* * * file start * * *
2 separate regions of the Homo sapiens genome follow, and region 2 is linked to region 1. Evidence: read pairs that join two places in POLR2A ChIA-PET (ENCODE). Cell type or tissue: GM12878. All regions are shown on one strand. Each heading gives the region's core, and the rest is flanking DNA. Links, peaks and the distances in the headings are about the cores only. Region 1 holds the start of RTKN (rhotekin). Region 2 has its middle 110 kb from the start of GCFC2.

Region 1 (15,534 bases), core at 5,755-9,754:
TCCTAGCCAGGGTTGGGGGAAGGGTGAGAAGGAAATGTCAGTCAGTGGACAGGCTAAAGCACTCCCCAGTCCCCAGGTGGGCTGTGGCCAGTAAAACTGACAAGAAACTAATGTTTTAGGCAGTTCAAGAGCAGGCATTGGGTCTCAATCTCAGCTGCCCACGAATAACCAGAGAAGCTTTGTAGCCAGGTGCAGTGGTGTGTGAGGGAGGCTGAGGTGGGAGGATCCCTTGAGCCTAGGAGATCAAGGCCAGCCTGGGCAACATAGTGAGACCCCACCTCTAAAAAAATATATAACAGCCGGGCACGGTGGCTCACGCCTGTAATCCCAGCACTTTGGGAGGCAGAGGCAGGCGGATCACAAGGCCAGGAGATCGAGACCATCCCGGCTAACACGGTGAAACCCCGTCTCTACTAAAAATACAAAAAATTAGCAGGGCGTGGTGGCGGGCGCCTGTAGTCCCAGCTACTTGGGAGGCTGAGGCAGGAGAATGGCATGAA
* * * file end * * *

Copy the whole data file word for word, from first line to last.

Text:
2 separate regions of the Homo sapiens genome follow, and region 2 is linked to region 1. Evidence: read pairs that join two places in POLR2A ChIA-PET (ENCODE). Cell type or tissue: GM12878. All regions are shown on one strand. Each heading gives the region's core, and the rest is flanking DNA. Links, peaks and the distances in the headings are about the cores only. Region 1 holds the start of RTKN (rhotekin). Region 2 has its middle 110 kb from the start of GCFC2.

Region 1 (15,534 bases), core at 5,755-9,754:
TCCTAGCCAGGGTTGGGGGAAGGGTGAGAAGGAAATGTCAGTCAGTGGACAGGCTAAAGCACTCCCCAGTCCCCAGGTGGGCTGTGGCCAGTAAAACTGACAAGAAACTAATGTTTTAGGCAGTTCAAGAGCAGGCATTGGGTCTCAATCTCAGCTGCCCACGAATAACCAGAGAAGCTTTGTAGCCAGGTGCAGTGGTGTGTGAGGGAGGCTGAGGTGGGAGGATCCCTTGAGCCTAGGAGATCAAGGCCAGCCTGGGCAACATAGTGAGACCCCACCTCTAAAAAAATATATAACAGCCGGGCACGGTGGCTCACGCCTGTAATCCCAGCACTTTGGGAGGCAGAGGCAGGCGGATCACAAGGCCAGGAGATCGAGACCATCCCGGCTAACACGGTGAAACCCCGTCTCTACTAAAAATACAAAAAATTAGCAGGGCGTGGTGGCGGGCGCCTGTAGTCCCAGCTACTTGGGAGGCTGAGGCAGGAGAATGGCATGAA